xFiruath: Since you are from Quebec I’ve always wondered about this. What’s the deal with Quebec being a part of Canada but not wanting to be a part of Canada?
Patrick: You know you have the best person to explain it to you because first I’m a history and science teacher and second I’ve been involved politically. When I was young I was a total separatist. I’ve never been a federalist but now I don’t care about politics. What happened is that Canada was founded by French people. English is a second language to me. The French colonized everything almost to Vancouver. The English were in the United States and they tried to colonize the north. They finally attacked Quebec because of their expansionism so we were defeated and invaded. The government was English but they were only like one sixth of the population. So French people were under an English system. We are all now functionally bi-lingual, but many laws that suit us don’t suit the rest of Canada. Many laws that suit them don’t suit us. Also the federal government sometimes puts its paws into our private areas like our language and our culture. Some people since the ‘60s think that Quebec should secede and make a country. It would be feasible. Some other people say “yeah but we have the security with the federal government, our pension plan, and all that.” So the old people are against it and the young people are mostly for it. There is no consensus.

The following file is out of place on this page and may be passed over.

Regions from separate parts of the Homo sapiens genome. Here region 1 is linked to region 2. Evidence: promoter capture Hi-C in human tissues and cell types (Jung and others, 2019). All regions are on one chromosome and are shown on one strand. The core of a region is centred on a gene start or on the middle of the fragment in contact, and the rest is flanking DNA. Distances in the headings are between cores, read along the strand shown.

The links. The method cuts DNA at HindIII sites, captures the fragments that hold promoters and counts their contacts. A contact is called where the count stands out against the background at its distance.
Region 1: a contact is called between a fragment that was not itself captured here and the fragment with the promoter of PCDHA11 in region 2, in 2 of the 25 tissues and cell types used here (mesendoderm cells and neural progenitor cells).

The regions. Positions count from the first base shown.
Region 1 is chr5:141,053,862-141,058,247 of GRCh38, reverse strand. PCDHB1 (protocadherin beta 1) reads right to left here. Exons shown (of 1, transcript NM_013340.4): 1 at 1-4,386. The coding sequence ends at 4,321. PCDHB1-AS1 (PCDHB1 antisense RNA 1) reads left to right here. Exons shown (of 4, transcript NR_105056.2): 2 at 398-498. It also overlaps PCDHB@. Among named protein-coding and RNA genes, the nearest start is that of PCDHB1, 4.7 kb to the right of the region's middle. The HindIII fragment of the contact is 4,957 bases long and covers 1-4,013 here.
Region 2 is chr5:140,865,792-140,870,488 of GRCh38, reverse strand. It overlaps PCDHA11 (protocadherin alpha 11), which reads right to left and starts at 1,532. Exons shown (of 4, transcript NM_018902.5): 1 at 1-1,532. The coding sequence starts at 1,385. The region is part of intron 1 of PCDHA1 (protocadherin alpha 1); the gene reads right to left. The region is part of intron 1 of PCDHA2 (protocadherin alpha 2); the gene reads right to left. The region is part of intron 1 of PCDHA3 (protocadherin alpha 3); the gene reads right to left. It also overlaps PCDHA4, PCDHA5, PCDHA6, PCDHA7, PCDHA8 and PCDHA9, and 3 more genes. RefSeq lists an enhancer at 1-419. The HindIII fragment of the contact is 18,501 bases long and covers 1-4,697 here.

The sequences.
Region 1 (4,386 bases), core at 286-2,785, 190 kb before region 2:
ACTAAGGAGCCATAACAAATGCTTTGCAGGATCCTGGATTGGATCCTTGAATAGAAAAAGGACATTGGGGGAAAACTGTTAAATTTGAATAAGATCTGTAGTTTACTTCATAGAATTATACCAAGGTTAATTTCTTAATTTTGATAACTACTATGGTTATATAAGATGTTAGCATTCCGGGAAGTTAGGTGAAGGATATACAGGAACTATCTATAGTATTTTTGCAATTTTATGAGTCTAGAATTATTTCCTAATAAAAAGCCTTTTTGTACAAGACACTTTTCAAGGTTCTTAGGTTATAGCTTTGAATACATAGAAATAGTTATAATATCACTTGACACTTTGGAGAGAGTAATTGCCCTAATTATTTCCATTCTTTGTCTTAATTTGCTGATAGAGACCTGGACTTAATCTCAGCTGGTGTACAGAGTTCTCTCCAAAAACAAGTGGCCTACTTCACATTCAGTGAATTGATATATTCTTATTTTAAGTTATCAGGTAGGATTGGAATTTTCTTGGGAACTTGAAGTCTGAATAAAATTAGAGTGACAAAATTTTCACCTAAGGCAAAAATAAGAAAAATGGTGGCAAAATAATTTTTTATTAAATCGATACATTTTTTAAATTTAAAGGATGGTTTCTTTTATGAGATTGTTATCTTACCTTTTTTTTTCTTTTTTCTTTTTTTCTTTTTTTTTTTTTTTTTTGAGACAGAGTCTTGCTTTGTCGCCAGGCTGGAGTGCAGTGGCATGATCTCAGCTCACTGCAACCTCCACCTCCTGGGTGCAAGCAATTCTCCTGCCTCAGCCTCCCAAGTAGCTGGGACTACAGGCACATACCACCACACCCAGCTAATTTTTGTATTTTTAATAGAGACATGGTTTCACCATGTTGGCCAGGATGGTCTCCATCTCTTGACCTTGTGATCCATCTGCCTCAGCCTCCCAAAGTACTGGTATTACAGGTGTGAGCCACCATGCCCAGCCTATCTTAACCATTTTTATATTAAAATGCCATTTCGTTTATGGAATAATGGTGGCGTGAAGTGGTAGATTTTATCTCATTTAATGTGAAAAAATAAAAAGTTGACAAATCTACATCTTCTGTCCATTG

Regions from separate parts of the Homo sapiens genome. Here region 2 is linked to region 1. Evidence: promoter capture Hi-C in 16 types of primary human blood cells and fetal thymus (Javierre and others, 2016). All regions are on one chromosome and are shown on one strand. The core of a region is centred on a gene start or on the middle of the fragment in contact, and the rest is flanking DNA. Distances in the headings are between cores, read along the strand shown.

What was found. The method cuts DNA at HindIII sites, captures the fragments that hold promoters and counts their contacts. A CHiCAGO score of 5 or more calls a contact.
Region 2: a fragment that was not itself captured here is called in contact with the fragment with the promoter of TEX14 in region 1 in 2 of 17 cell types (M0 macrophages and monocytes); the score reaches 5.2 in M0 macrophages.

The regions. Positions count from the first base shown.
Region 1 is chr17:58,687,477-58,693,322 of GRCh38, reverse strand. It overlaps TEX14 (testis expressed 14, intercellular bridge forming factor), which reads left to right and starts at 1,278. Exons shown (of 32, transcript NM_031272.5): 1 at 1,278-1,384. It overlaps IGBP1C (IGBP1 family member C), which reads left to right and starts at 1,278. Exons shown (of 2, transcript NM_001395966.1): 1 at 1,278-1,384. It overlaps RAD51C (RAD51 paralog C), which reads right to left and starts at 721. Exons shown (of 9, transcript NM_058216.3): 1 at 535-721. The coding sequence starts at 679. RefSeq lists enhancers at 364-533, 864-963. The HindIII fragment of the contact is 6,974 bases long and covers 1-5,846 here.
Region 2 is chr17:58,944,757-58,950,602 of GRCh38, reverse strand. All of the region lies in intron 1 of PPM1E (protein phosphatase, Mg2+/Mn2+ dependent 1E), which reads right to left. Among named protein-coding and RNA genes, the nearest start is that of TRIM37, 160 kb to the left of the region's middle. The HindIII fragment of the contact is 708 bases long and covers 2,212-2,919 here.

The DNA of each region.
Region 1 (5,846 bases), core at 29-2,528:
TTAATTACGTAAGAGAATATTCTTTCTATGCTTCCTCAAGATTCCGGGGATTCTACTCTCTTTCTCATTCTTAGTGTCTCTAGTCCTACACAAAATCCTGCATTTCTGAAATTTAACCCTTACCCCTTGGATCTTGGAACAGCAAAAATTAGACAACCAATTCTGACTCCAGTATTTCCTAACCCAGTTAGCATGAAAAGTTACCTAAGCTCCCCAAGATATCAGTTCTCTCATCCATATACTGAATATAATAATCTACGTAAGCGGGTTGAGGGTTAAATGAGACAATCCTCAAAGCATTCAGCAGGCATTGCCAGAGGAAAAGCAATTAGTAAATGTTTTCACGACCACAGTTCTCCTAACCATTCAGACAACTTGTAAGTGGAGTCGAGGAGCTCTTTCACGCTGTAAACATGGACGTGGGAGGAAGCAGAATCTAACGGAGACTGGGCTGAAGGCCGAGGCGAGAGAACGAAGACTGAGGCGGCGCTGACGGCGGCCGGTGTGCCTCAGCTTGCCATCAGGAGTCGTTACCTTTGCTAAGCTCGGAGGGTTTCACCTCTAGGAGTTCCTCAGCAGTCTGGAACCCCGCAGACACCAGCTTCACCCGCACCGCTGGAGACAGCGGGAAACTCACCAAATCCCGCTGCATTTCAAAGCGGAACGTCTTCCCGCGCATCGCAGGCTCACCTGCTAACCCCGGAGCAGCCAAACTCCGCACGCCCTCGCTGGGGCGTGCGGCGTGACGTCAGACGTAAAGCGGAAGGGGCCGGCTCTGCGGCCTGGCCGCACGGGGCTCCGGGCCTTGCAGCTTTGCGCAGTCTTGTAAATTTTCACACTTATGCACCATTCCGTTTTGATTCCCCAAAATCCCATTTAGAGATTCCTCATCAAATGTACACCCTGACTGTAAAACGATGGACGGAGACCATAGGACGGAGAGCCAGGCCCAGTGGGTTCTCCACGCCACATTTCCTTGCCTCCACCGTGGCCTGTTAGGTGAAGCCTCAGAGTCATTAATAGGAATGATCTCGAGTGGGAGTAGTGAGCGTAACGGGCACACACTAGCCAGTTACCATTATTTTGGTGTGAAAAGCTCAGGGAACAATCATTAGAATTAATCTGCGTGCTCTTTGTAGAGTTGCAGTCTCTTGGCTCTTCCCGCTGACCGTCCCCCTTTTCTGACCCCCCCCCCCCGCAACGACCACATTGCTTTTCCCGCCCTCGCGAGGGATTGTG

An extremely big country is very hard to rule. The best thing for Canada would be like Europe. You have Quebec, which is a nation itself. Ontario is totally different from the western Canada. You have the B.C. which has its own culture. You have the Maritimes, they are the same culture in four territories that would merge together. So instead of ten Provinces and three Territories you have like five independent bodies have in common what would be stupid to afford alone. For example I couldn’t see an army of Labrador. I would put the army in common but everything else would be like today’s Europe. They have the same money, they are building a global defense, but each country is sovereign for its own stuff.
xFiruath: Well hey thanks for that explanation. That’s where my questions come to an end, is there anything else you wanted to bring up?
Patrick: I can’t wait to come play at your place man. Thank you very much.